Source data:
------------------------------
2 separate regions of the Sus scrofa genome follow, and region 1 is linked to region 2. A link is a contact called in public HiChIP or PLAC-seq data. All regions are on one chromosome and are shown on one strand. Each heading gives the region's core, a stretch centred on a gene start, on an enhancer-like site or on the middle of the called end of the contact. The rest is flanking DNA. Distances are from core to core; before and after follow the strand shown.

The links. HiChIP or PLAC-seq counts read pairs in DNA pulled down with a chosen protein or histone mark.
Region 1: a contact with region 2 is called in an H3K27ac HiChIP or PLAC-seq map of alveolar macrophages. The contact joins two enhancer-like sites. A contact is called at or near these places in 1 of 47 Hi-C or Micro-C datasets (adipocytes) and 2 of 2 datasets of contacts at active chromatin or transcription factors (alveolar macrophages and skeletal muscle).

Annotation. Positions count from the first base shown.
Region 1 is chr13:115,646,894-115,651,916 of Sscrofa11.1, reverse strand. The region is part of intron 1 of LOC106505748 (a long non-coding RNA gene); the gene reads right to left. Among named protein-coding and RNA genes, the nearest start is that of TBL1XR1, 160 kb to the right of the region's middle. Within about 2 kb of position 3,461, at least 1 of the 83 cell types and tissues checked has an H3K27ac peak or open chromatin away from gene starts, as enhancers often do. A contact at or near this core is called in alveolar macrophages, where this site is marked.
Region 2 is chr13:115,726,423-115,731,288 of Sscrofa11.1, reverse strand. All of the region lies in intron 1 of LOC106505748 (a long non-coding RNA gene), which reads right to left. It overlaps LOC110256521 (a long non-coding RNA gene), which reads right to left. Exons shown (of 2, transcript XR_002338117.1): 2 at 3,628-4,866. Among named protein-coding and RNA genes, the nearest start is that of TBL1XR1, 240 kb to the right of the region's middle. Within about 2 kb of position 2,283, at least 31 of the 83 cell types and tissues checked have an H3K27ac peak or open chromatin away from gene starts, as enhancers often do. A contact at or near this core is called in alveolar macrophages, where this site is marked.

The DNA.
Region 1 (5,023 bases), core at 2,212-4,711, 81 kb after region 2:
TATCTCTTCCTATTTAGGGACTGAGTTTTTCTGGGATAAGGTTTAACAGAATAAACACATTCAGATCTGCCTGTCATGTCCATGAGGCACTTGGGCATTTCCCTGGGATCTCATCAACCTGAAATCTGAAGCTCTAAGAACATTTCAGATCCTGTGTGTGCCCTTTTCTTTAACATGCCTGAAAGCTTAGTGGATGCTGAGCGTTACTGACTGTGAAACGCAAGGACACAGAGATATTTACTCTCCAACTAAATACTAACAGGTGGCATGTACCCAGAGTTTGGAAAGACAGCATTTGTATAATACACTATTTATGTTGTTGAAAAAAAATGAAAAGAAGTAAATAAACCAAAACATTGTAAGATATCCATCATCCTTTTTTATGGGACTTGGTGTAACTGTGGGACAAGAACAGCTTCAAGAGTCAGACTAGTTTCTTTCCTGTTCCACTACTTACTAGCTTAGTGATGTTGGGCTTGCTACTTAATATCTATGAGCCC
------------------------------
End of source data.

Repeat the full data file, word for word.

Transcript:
2 separate regions of the Sus scrofa genome follow, and region 1 is linked to region 2. A link is a contact called in public HiChIP or PLAC-seq data. All regions are on one chromosome and are shown on one strand. Each heading gives the region's core, a stretch centred on a gene start, on an enhancer-like site or on the middle of the called end of the contact. The rest is flanking DNA. Distances are from core to core; before and after follow the strand shown.

The links. HiChIP or PLAC-seq counts read pairs in DNA pulled down with a chosen protein or histone mark.
Region 1: a contact with region 2 is called in an H3K27ac HiChIP or PLAC-seq map of alveolar macrophages. The contact joins two enhancer-like sites. A contact is called at or near these places in 1 of 47 Hi-C or Micro-C datasets (adipocytes) and 2 of 2 datasets of contacts at active chromatin or transcription factors (alveolar macrophages and skeletal muscle).

Annotation. Positions count from the first base shown.
Region 1 is chr13:115,646,894-115,651,916 of Sscrofa11.1, reverse strand. The region is part of intron 1 of LOC106505748 (a long non-coding RNA gene); the gene reads right to left. Among named protein-coding and RNA genes, the nearest start is that of TBL1XR1, 160 kb to the right of the region's middle. Within about 2 kb of position 3,461, at least 1 of the 83 cell types and tissues checked has an H3K27ac peak or open chromatin away from gene starts, as enhancers often do. A contact at or near this core is called in alveolar macrophages, where this site is marked.
Region 2 is chr13:115,726,423-115,731,288 of Sscrofa11.1, reverse strand. All of the region lies in intron 1 of LOC106505748 (a long non-coding RNA gene), which reads right to left. It overlaps LOC110256521 (a long non-coding RNA gene), which reads right to left. Exons shown (of 2, transcript XR_002338117.1): 2 at 3,628-4,866. Among named protein-coding and RNA genes, the nearest start is that of TBL1XR1, 240 kb to the right of the region's middle. Within about 2 kb of position 2,283, at least 31 of the 83 cell types and tissues checked have an H3K27ac peak or open chromatin away from gene starts, as enhancers often do. A contact at or near this core is called in alveolar macrophages, where this site is marked.

The DNA.
Region 1 (5,023 bases), core at 2,212-4,711, 81 kb after region 2:
TATCTCTTCCTATTTAGGGACTGAGTTTTTCTGGGATAAGGTTTAACAGAATAAACACATTCAGATCTGCCTGTCATGTCCATGAGGCACTTGGGCATTTCCCTGGGATCTCATCAACCTGAAATCTGAAGCTCTAAGAACATTTCAGATCCTGTGTGTGCCCTTTTCTTTAACATGCCTGAAAGCTTAGTGGATGCTGAGCGTTACTGACTGTGAAACGCAAGGACACAGAGATATTTACTCTCCAACTAAATACTAACAGGTGGCATGTACCCAGAGTTTGGAAAGACAGCATTTGTATAATACACTATTTATGTTGTTGAAAAAAAATGAAAAGAAGTAAATAAACCAAAACATTGTAAGATATCCATCATCCTTTTTTATGGGACTTGGTGTAACTGTGGGACAAGAACAGCTTCAAGAGTCAGACTAGTTTCTTTCCTGTTCCACTACTTACTAGCTTAGTGATGTTGGGCTTGCTACTTAATATCTATGAGCCC